A week when Welsh politicians debate on the TV and the polls still show no breakthrough.
The Welsh Tories played up their business credentials by wheeling out Malcolm Walker. Who he, I hear you ask? Well, he’s boss of Flintshire-based Iceland and one of 100 business leaders who signed that open letter to the Telegraph backing the Tories and warning against Labour. So he has form in backing the Tories. He says that there’s a risk to jobs if people vote Labour. Not so much of a risk as if HSBC up sticks and leave the UK which is what they’re threatening. One of the reasons they cite is the uncertainty over Britain’s future in the European Union. Oh dear, it must be unsettling for the Conservative campaign if even the bankers are rejecting their policies.
Labour-controlled constituencies are more likely to have faster broadband, new data suggests. Of the top 30 constituencies – areas where 90% or more of premises have speeds of 30Mbps (megabits per second) or higher – 16 are Labour-controlled. Oh dear, think of all that money the Conservatives have spend on their social media campaign and the bands will be to slow to upload their offerings.
First Welsh TV debate took place. The winners, Assembly politicians. See http://welshpolitics.co.uk/2015/04/the-welsh-general-election-debate/
Panic at the polls?
Despite a sustained attack by the Tories on Labour having to depend on the SNP and this in turn leading to chaos it’s making little headway. If the polls don’t turn this weekend the country will have a Labour government. So prepared for a Tory panic this weekend.
Polls still show the two main parties running neck and neck on 34 per cent. Despite the best effort of the parties and all those photo-ops they’re not shifting opinion out there. It reminds of the old Kennedy line when commenting on the fact that he had campaigned hard in Alaska and lost but won Hawaii without visiting it – “Just think what my margin might have been if I had never left home at all.” A lesson for Miliband and Cameron perhaps.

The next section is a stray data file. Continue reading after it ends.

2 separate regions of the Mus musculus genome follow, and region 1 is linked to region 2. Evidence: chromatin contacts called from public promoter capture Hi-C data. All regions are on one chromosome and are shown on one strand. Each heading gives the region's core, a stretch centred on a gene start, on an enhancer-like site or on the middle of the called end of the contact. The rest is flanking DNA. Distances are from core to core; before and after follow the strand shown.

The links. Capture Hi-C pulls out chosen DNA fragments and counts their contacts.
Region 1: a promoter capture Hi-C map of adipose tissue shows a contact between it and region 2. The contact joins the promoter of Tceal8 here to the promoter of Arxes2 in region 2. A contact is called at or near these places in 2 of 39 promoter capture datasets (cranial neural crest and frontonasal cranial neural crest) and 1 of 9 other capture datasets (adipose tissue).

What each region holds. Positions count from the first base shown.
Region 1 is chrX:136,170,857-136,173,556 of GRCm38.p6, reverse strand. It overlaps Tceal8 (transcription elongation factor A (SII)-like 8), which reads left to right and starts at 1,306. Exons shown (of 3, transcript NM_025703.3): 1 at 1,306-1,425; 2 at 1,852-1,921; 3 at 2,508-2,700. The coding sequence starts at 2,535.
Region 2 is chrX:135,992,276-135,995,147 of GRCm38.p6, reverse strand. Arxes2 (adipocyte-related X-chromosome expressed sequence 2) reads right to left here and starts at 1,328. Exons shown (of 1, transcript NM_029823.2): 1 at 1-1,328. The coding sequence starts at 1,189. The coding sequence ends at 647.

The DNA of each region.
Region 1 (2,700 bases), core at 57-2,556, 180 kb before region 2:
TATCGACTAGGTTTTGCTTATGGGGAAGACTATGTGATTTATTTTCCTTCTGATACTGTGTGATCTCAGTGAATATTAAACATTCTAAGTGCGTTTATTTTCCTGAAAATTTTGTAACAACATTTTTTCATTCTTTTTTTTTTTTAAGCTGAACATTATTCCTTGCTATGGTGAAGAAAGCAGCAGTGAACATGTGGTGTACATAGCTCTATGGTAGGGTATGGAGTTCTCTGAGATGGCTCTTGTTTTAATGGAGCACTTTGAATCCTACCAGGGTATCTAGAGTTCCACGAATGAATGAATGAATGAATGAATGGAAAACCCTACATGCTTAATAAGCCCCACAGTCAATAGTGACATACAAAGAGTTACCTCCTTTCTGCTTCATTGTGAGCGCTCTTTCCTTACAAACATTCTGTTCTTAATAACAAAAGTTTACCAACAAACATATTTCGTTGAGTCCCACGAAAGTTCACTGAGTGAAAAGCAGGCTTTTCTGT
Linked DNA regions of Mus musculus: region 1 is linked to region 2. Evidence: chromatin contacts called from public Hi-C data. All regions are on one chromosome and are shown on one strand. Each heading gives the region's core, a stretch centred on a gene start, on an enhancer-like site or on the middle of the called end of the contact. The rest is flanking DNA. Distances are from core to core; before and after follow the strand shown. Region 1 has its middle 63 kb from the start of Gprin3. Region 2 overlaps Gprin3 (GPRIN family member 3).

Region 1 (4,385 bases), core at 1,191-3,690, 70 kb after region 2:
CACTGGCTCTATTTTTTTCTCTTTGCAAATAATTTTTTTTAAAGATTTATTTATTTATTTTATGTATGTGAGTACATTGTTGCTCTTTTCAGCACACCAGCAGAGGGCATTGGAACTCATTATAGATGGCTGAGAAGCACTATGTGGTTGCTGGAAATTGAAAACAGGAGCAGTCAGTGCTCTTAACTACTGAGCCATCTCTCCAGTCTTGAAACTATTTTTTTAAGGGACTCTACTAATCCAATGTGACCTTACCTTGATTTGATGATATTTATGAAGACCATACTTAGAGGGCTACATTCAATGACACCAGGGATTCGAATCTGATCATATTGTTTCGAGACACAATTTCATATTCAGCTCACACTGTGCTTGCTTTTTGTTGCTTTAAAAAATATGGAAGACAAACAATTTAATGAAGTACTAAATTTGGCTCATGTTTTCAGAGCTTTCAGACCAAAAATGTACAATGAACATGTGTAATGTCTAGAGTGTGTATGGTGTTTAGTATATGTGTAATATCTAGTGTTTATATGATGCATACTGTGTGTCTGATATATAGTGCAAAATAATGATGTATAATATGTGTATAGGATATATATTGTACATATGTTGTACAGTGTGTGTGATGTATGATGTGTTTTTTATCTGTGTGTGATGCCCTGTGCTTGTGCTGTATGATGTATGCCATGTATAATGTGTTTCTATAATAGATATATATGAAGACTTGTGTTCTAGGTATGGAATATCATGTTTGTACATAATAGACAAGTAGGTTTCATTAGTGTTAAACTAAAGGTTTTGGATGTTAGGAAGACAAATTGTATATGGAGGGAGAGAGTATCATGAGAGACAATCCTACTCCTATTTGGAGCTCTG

Ex-PM Sir John Major came to the aid of his party in a speech to say a Labour government would be subjected to a “daily dose of blackmail” from the nationalists.
The Tories have tried and failed to make a breakthrough in the polls by claiming it’s the party of sound finance.
Ed Miliband has proven to be more robust than they thought and has stood up to personal attacks made by the Tories and their bag carriers in the right wing press.
Now they’ve resorted to a crude appeal to English nationalism in the hope of undermining Labour. For the Conservative and Unionist Party to play such a game is dangerous indeed.
They campaigned hard during the referendum to keep Scotland in the Union now it looks as if they’re doing their level best to destroy that very union.
Having begged Scotland to stay in the union the Tories are now screaming about the influence Scottish politicians may have in Westminster. In so doing they’re testing the relations between Scotland and England.
Hoping that an appeal to English nationalism will deliver votes
The English nationalist ball was set rolling on the morning after the referendum when the PM declared English constituency MPs could only vote on some laws deemed only to affect England.
It was a slap in the face to the nation that had just voted to stay in the union.
Scottish members of parliament were to get less power in the UK parliament that the Scottish nation had just voted to endorse.
A strange reward indeed, for loyalty to the Union.
Now the Tories are going further, they’re questioning the constitutional legitimacy of a minority Labour government should they have to work with the SNP.
The polls show a hung parliament is likely after 7 May. The very same polls point to the arithmetic being against the establishment of a centre-right coalition.
So the Tories are getting their retaliation in now by questioning the legitimacy of any coalition that Labour might do on the left.
But it’s a dangerous game to ignore what voters decide.
It would be a very dubious constitutional principle to ignore parties that the voters have sent to Westminster to represent them.